Overall positive news across the world led to equity gains once again, with only domestic small cap equities spoiling the party. In the US, the S&P 500 reached 8.7% for the year, with a 1.4% gain in May. The Russell 2000 was off 2.0% for the month, reacting primarily to the troubles within the Trump administration and the impact on potential tax cuts. Growth stocks continue to outperform value stocks, with a 2.7% advantage among the large caps and a 2.2% advantage in small caps. At the sector level, technology and utilities led the way within the S&P 500, up 4.2% and 3.6%, respectively, for the month. On the other side, energy stocks continued to feel the effects of falling oil prices, down 4.0% for the month. Financials and telecommunications were also down, at -1.4% and -1.0%, respectively.
Globally, both developed (MSCI EAFE) and emerging market equities continued to shine, bringing their year-to-date (YTD) returns to 14.4% and 17.3%, respectively. Asia was a big part of the growth in emerging markets, retuning 4.5%. The developed markets were uniformly strong, with the exception of Pacific ex Japan, which was down 1.0%. Europe looks solid overall with generally positive economic news from Germany, Spain, and France, in particular. It appears unlikely that the European Central Bank (ECB) will take any monetary tightening action in the near future, consistent with ongoing low inflation expectations.
Real estate in the US was down, with the NAREIT US Real Estate off 0.2% for the month, but is still up 3.3% for the year. The Alerian MLP index was off 4.5% for the month as energy prices continue to negatively impact performance.
Organization of the Petroleum Exporting Countries (OPEC) continued its efforts to prop up oil prices with an agreement to limit production through March of next year. This had little impact on the market, though, with NYMEX crude ending the month at $48.32, down from $49.33 in March. Gold slipped below $1,220 in early May, but recovered to be up just slightly for the month.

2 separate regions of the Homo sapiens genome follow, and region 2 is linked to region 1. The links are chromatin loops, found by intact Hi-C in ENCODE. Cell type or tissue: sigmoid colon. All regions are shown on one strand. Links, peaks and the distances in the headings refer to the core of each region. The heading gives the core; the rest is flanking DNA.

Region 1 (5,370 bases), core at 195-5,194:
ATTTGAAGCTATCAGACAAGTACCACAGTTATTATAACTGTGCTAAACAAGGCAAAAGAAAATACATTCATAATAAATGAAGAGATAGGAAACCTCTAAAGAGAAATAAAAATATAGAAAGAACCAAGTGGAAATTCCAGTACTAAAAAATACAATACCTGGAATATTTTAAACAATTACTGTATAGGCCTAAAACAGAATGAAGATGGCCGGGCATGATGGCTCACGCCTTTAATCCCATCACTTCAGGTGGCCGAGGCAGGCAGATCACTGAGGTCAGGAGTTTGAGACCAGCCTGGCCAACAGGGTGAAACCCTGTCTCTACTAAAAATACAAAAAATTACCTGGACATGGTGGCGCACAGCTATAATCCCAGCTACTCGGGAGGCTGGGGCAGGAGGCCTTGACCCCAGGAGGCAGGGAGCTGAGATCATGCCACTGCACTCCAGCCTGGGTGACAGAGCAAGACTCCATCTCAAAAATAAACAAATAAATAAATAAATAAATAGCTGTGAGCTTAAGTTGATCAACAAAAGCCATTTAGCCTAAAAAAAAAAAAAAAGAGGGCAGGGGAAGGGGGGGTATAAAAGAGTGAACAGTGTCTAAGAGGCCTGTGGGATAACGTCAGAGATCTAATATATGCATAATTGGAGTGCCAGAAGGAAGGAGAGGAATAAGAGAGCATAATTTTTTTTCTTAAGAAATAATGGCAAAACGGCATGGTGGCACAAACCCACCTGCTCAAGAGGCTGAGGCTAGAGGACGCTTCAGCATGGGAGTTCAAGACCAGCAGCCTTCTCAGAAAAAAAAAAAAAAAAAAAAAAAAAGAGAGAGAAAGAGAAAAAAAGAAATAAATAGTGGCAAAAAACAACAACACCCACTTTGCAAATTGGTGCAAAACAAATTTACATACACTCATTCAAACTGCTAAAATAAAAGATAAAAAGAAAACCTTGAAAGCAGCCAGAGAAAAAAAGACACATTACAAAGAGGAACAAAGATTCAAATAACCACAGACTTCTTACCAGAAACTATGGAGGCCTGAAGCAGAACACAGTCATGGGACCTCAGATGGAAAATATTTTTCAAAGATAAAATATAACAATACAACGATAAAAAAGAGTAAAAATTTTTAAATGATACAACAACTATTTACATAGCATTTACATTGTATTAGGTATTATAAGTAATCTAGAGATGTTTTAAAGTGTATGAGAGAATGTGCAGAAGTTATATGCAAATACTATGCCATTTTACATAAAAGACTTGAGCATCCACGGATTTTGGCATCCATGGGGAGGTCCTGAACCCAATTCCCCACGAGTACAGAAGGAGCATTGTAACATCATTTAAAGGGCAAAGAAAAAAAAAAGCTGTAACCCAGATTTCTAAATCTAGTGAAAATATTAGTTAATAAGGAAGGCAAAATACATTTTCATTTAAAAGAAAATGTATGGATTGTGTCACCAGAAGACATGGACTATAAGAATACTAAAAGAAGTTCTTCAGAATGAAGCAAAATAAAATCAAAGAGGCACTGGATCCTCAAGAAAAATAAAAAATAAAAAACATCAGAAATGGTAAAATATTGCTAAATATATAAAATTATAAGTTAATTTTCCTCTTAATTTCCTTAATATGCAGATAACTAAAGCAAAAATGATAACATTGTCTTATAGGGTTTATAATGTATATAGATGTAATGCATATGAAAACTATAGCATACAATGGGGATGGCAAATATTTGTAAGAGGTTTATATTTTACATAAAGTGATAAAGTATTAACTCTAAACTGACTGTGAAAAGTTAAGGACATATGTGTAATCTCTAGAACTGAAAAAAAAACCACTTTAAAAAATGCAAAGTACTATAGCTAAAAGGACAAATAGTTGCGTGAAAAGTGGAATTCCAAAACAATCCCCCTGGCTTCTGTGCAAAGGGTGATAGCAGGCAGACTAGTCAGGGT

Global bonds remained well bid, with the broad Bloombar Global Aggregate index advancing 1.6%. With historically low correlations to equity markets, the continued rally in bonds has caused some market observers to question the sustainability of the low-volatility regime benefitting risk assets. Given varied political distractions, Trump-related policy optimism continued to fade, and domestic yield curves exhibited a flattening bias that allowed the US Treasury (UST) complex to return 0.7% in May. With the market pricing a roughly 95% chance that the Federal Reserve will extend its path of “gradual” monetary policy adjustment at the June 13/14 meeting, two-year UST yields settled slightly higher at 1.28%. The 10-year UST remains range bound, but more muted assumptions around forward growth and inflation ultimately caused this benchmark yield measure to decline 8 bps and finish at 2.20%. The Bloombar US Aggregate index provided modest duration-adjusted excess return, advancing 0.8%. The Bloombar US Corporate Investment Grade index added almost 1.2%, as longer-duration and lower-rated issues outperformed. The Bloombar US Corporate High Yield index provided total returns of 0.9% in May, with CCC-rated bonds resuming their leadership role.